Barbara:  My undergraduate education and work in Biology and Chemistry influenced me quite a bit in writing The Apothecary’s Curse. The scientific core of the story also relies on our modern understanding of genetics and medicine, but also on our human propensity to label as magic or miracle things we do not yet understand. Is it magic or is it science? That is the question. And it’s a question that comes up several times in the novel. Again, my grounding in the sciences helped me both read technical papers on the relevant medical and biological principles and translate them into a fantasy story.

TQDescribe The Apothecary's Curse in 140 characters or less.

Barbara:  Between magic and science, history and mythology lies The Apothecary’s Curse-a tale of free, unintended consequences, and, ultimately, love.

TQTell us something about The Apothecary's Curse that is not found in the book description.

Barbara:  Sir Arthur Conan Doyle (the creator of Sherlock Holmes) plays a small but significant role in the story. And his fingerprints are everywhere!

TQWhat inspired you to write The Apothecary's Curse? What appeals to you about writing Fantasy (Urban and Historical)?

Barbara:  I’ve always been drawn to the ballads and legends of the British Isles, especially the supernatural ballads of fairy queens and elfin knights. The ballad of Thomas the Rhymer, who was, according to the legend, kidnapped by the Queen of Elfland and returned seven years later with the gift of prophecy and more, has always intrigued me. So I asked the question: “What if Thomas returned with something more than the gift of prophecy? What if he returned to Scotland with a mysterious, ancient book of healing? And what if that book, generations later was accidentally misused?” The answer to that question is the central story of The Apothecary’s Curse.

I love writing historical fantasy because it allows me to take real history (accurately told) and ask interesting “what ifs.” My favorite fantasy stories are always grounded in reality and history, science and the possible (no matter how improbable).

TQWhat sort of research did you do for The Apothecary's Curse?

Barbara:  So much research!! To make the science work, I read extensively about the 2009 Nobel prize-winning work in genetics. I researched both Celtic and Greek mythology and a bit of astronomy to create some of the backstory for Gaelan. I also researched the history British medicine, especially as it relates to the practice of “gentlemen” physicians and apothecaries in Victorian England—especially to understand how Gaelan would be a qualified medical practitioner and to underpin the tension between Simon Bell and Gaelan in the Victorian sections of the novel. I researched the settings as well: from the Borders region of Scotland to Smithfield Market of 19th Century London to my own backyard of Chicago’s north shore. I also read a lot of history of the era surrounding Gaelan’s early life in late 16th Century Scotland under James VI. Oh! And lots and lots about Sir Arthur Conan Doyle way beyond his writing of the Holmes canon! That scratches the surface. In other words, a lot of research went into creating The Apothecary’s Curse and its world.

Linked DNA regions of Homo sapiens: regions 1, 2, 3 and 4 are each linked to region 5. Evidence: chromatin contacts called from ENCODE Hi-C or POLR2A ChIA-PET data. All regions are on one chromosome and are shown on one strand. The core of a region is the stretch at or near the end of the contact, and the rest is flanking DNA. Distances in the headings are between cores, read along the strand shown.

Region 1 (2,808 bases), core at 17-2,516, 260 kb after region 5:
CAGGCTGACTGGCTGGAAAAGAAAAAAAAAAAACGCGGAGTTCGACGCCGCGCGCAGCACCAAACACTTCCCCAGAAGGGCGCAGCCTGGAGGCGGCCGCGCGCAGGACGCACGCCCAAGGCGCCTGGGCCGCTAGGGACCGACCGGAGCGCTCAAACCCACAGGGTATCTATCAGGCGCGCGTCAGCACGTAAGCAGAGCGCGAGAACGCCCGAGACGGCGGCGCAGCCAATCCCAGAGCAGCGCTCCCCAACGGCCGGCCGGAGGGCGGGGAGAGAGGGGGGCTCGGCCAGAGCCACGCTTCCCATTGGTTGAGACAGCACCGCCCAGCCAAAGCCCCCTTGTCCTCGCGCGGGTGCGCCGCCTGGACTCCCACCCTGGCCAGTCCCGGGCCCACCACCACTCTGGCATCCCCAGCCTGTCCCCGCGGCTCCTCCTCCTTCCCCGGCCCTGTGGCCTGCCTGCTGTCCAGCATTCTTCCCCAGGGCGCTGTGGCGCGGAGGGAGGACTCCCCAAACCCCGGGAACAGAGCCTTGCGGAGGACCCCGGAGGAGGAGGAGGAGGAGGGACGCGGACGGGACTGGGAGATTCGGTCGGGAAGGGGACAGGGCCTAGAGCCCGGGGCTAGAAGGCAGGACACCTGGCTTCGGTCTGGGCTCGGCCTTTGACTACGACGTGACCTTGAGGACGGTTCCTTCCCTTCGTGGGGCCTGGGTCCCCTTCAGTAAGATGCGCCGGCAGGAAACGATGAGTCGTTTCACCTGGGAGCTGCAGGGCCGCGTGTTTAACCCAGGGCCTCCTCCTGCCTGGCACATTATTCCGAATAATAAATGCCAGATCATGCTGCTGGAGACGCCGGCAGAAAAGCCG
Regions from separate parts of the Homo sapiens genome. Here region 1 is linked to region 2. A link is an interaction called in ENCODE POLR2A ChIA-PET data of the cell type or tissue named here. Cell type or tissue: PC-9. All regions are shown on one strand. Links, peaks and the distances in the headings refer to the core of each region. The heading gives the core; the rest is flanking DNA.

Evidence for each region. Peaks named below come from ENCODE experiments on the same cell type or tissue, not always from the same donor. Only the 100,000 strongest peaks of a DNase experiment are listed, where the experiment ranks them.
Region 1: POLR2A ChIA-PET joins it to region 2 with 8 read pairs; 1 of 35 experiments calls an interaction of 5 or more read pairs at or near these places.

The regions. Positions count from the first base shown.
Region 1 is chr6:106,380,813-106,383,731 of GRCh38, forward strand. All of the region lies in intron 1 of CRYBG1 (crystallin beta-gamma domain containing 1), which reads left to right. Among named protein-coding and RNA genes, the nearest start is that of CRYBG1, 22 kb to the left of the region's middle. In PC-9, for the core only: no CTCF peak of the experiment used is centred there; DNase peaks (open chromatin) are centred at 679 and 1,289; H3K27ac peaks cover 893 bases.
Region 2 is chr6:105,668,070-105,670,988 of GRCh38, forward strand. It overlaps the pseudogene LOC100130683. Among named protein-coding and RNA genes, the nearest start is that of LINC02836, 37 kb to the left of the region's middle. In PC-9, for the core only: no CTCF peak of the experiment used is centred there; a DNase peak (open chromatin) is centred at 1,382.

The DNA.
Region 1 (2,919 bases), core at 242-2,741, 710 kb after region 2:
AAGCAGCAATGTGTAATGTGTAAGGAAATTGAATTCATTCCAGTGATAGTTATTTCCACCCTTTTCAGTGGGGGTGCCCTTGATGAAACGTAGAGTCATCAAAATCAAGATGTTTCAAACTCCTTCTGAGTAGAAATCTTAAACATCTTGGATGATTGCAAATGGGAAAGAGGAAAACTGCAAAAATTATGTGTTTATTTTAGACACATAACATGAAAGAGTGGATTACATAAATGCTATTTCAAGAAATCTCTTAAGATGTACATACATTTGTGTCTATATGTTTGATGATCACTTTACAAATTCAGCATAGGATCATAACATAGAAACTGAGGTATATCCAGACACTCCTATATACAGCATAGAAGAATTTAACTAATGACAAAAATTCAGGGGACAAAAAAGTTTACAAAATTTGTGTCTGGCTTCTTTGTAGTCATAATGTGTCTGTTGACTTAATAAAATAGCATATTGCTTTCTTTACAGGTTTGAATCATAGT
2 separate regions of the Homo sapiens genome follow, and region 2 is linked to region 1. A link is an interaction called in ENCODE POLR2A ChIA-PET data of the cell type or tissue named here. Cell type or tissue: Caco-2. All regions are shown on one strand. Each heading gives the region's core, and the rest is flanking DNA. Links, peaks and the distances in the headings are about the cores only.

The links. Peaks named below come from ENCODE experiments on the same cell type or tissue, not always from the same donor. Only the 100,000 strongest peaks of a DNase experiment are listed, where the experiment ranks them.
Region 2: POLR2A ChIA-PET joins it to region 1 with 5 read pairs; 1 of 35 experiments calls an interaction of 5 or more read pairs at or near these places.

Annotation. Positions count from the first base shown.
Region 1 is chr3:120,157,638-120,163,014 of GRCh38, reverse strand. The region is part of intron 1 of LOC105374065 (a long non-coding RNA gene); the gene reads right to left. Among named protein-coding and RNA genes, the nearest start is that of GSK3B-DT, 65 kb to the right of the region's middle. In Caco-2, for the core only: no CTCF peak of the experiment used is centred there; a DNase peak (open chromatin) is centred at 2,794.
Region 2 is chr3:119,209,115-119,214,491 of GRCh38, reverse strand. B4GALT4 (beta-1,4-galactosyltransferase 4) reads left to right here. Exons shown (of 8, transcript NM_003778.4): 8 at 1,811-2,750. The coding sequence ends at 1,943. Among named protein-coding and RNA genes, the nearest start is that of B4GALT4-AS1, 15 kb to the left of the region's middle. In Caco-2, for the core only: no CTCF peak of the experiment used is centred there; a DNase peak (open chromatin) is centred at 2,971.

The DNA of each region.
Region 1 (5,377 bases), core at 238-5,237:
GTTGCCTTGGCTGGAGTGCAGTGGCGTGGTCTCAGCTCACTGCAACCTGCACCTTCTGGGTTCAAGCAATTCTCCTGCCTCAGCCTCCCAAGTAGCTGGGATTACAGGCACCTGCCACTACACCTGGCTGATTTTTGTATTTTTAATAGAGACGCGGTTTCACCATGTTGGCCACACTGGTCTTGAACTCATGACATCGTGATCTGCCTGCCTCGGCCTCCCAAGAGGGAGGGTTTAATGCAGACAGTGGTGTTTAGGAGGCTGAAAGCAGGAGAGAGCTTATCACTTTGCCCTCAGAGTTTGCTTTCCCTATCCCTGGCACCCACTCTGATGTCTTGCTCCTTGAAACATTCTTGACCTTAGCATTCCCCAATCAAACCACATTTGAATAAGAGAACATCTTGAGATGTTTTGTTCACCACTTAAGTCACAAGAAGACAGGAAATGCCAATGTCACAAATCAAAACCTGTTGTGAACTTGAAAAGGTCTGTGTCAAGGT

TQIn The Apothecary's Curse who was the easiest character to write and why? The hardest and why?

Barbara:  I think the easiest character for me was Gaelan. But he was also the hardest. Easy because I understood him—not because I am an immortal (!), but because he shares my curiosity about the world and everything in it. Also easy, because I gravitate toward melancholy, brooding heroes, so I adored writing the enigmatic, sometimes-misunderstood Gaelan Erceldoune. He (and Simon) were also difficult technically. They both exist both in the Victorian part of the story and the present-day story. I had to be constantly vigilant in the modern story about keeping their diction (especially in dialogue) 21st Century while keeping them in character.

So, that’s a bit of a cheat for an answer, so I’ll say that Anne Shawe was the hardest of my main characters to write. I wanted to avoid having her be too much “me”—a slightly naïve, enthusiastic, eager scientist. I also needed to make sure the incredible, but right-in-front-of-her-eyes nature of her situation didn’t make her come off as either too gullible or skeptical beyond belief (like Scully often was in The X-Files in the later years).

TQWhy have you chosen to include or not chosen to include social issues in The Apothecary's Curse?

Barbara:  The Apothecary’s Curse definitely touches on social issues, especially the question of what happens when our knowledge and technology outstrip our wisdom to use it. I think that theme filter through all the characters both in the modern and Victorian stories. Each of the characters in The Apothecary’s Curse encounters dilemma in different ways during the course of the story. I think that that all good fiction should say something. Maybe the something is subtle and indirect; maybe it’s overt.

TQWhich question about The Apothecary's Curse do you wish someone would ask? Ask it and answer it!

Barbara:  Where did you come up with the names “Gaelan Erceldoune” and “Simon Bell” (the two protagonists)?

Both of their names were chosen with a lot of thought. Both of their names speak to their families’ histories and then some (especially Gaelan). I took the name Gaelan from the ancient Roman-Empire physician-philosopher Galen of Pergamon. He was one of antiquity’s most influential men of science, especially in anatomy, physiology, pathology, and pharmacology. Gaelan’s last name Erceldoune connects him with his ancestor Thomas the Rhymer, whose full name was Lord Thomas Learmont de Ercildoune. The place Ercildoune (or as I spell it Erceldoune) is now the town of Earlston in the Borders region of Scotland.